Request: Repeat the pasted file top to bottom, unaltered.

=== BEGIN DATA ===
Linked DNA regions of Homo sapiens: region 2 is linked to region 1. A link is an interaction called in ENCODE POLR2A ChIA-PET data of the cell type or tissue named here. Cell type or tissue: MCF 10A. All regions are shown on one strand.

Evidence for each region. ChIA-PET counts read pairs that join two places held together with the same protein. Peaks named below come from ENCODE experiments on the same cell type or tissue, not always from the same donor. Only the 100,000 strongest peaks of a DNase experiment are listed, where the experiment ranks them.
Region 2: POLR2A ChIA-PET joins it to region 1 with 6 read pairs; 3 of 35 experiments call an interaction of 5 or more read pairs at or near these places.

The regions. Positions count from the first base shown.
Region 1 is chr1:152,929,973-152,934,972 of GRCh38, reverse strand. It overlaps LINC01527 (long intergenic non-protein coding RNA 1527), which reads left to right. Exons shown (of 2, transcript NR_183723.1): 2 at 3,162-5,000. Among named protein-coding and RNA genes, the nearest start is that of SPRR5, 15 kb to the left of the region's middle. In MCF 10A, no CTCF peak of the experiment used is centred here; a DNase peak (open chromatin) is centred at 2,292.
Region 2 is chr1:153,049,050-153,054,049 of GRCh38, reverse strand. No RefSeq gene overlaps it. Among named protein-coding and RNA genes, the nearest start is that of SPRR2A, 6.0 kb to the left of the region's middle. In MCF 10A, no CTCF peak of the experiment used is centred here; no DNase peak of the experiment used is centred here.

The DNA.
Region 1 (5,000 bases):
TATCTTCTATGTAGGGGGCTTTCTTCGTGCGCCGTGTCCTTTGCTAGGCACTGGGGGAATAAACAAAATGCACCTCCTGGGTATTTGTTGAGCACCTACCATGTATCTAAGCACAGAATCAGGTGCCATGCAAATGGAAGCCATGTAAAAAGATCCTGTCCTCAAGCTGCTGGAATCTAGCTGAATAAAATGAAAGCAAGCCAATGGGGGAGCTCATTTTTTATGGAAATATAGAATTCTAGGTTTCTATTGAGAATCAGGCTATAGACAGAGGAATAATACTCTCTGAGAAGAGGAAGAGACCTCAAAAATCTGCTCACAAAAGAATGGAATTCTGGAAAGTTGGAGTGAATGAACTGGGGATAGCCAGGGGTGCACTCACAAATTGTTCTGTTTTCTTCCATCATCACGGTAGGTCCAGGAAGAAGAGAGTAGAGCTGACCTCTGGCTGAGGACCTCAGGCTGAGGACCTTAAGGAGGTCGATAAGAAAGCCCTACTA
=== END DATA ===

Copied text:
Linked DNA regions of Homo sapiens: region 2 is linked to region 1. A link is an interaction called in ENCODE POLR2A ChIA-PET data of the cell type or tissue named here. Cell type or tissue: MCF 10A. All regions are shown on one strand.

Evidence for each region. ChIA-PET counts read pairs that join two places held together with the same protein. Peaks named below come from ENCODE experiments on the same cell type or tissue, not always from the same donor. Only the 100,000 strongest peaks of a DNase experiment are listed, where the experiment ranks them.
Region 2: POLR2A ChIA-PET joins it to region 1 with 6 read pairs; 3 of 35 experiments call an interaction of 5 or more read pairs at or near these places.

The regions. Positions count from the first base shown.
Region 1 is chr1:152,929,973-152,934,972 of GRCh38, reverse strand. It overlaps LINC01527 (long intergenic non-protein coding RNA 1527), which reads left to right. Exons shown (of 2, transcript NR_183723.1): 2 at 3,162-5,000. Among named protein-coding and RNA genes, the nearest start is that of SPRR5, 15 kb to the left of the region's middle. In MCF 10A, no CTCF peak of the experiment used is centred here; a DNase peak (open chromatin) is centred at 2,292.
Region 2 is chr1:153,049,050-153,054,049 of GRCh38, reverse strand. No RefSeq gene overlaps it. Among named protein-coding and RNA genes, the nearest start is that of SPRR2A, 6.0 kb to the left of the region's middle. In MCF 10A, no CTCF peak of the experiment used is centred here; no DNase peak of the experiment used is centred here.

The DNA.
Region 1 (5,000 bases):
TATCTTCTATGTAGGGGGCTTTCTTCGTGCGCCGTGTCCTTTGCTAGGCACTGGGGGAATAAACAAAATGCACCTCCTGGGTATTTGTTGAGCACCTACCATGTATCTAAGCACAGAATCAGGTGCCATGCAAATGGAAGCCATGTAAAAAGATCCTGTCCTCAAGCTGCTGGAATCTAGCTGAATAAAATGAAAGCAAGCCAATGGGGGAGCTCATTTTTTATGGAAATATAGAATTCTAGGTTTCTATTGAGAATCAGGCTATAGACAGAGGAATAATACTCTCTGAGAAGAGGAAGAGACCTCAAAAATCTGCTCACAAAAGAATGGAATTCTGGAAAGTTGGAGTGAATGAACTGGGGATAGCCAGGGGTGCACTCACAAATTGTTCTGTTTTCTTCCATCATCACGGTAGGTCCAGGAAGAAGAGAGTAGAGCTGACCTCTGGCTGAGGACCTCAGGCTGAGGACCTTAAGGAGGTCGATAAGAAAGCCCTACTA